Why is there such a discrepancy between the IARC hazard findings and risk assessments of the regulatory and mainstream science communities? Many people misunderstand how IARC and its findings are perceived in the global regulatory framework. For more than 40 years, the agency has assessed 989 substances and activities, ranging from arsenic to sunbathing hairdressing; it’s found only one was “probably not” likely to cause cancer in humans. But scientists and regulators have pushed back after the finding; almost any substance can be judged toxic, even water, if the ‘dose’ is extreme and the exposure time is long enough.

Related article:  Globally recognized epidemiologist pans WHO for misinterpreting his glyphosate study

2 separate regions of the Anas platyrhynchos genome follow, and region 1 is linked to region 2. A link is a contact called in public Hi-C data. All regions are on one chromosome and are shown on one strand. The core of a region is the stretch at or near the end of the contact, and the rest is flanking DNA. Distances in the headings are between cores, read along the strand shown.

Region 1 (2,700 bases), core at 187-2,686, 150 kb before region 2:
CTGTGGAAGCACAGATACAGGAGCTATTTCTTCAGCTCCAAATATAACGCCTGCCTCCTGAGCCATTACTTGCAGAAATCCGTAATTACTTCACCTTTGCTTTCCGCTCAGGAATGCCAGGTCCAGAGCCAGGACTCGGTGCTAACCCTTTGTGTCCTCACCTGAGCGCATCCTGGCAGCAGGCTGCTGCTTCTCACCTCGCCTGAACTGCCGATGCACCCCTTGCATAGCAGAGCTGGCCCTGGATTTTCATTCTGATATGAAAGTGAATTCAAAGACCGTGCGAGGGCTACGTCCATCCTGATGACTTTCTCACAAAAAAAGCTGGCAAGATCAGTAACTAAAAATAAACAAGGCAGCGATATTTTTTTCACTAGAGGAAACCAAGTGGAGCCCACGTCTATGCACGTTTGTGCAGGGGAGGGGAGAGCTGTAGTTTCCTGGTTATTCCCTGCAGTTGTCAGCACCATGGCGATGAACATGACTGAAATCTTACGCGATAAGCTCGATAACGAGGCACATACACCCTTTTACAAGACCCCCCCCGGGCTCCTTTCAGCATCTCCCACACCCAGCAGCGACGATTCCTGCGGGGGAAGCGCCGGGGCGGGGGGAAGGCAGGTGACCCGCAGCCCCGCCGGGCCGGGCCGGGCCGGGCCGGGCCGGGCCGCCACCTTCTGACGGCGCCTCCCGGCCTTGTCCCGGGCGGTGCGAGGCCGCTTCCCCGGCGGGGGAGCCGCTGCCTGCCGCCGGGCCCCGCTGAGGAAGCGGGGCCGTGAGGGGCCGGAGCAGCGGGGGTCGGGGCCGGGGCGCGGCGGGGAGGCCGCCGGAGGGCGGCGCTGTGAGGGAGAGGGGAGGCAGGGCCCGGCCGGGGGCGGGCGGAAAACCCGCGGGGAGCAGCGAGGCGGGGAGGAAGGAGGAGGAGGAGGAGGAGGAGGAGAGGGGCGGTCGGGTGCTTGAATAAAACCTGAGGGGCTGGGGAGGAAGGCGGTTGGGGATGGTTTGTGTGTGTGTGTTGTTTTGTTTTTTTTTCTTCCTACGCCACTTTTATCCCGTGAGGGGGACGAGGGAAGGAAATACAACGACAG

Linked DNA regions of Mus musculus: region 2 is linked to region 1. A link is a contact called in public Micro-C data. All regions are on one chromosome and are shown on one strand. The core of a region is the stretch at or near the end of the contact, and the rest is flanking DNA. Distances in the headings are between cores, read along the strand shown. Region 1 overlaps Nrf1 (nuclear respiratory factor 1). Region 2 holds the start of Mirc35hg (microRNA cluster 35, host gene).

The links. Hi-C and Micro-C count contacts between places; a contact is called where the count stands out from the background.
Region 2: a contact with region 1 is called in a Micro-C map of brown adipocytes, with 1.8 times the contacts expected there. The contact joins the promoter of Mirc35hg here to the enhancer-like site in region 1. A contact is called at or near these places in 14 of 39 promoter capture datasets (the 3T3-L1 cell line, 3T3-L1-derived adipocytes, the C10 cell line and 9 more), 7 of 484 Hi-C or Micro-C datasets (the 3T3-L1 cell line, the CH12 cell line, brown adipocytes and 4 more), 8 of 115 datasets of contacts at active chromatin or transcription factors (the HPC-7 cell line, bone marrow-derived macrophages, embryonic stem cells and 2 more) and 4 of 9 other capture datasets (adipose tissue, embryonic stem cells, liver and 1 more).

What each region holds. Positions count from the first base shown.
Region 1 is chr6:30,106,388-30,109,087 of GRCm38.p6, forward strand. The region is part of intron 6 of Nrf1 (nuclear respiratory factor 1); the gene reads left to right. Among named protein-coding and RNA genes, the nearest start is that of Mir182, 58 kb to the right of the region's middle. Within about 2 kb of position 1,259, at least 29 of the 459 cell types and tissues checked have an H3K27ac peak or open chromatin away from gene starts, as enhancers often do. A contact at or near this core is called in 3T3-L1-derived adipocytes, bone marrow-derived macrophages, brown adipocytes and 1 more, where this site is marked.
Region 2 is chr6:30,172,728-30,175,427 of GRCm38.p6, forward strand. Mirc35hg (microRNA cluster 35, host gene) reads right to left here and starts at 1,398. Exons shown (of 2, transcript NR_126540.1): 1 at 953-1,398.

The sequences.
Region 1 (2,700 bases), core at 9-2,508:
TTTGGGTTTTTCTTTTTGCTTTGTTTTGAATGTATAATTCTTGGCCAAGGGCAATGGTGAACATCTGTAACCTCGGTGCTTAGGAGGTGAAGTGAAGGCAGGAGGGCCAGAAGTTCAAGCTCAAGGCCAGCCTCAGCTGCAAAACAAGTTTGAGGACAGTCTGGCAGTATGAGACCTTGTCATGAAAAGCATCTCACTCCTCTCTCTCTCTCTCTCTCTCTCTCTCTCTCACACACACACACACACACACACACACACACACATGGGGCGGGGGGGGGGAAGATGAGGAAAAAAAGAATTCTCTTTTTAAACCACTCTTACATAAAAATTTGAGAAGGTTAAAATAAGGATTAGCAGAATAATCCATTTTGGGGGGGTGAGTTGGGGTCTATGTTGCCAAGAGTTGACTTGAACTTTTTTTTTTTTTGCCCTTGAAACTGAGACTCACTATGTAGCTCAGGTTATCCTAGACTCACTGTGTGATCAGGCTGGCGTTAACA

Most scientists believe IARC’s hazard assessments are confusing to the public and the science community, and offer confusing regulatory guidance, noting for example that the sub-group also considers grapefruit juice, being a hairdresser and working the night shift to be as hazardous as glyphosate. Even more dangerous, in the organization’s opinion, are processed meat, sunlight, oral contraceptives, Chinese-style salted fish and alcohol–on the level of exposure to plutonium, based on its hazard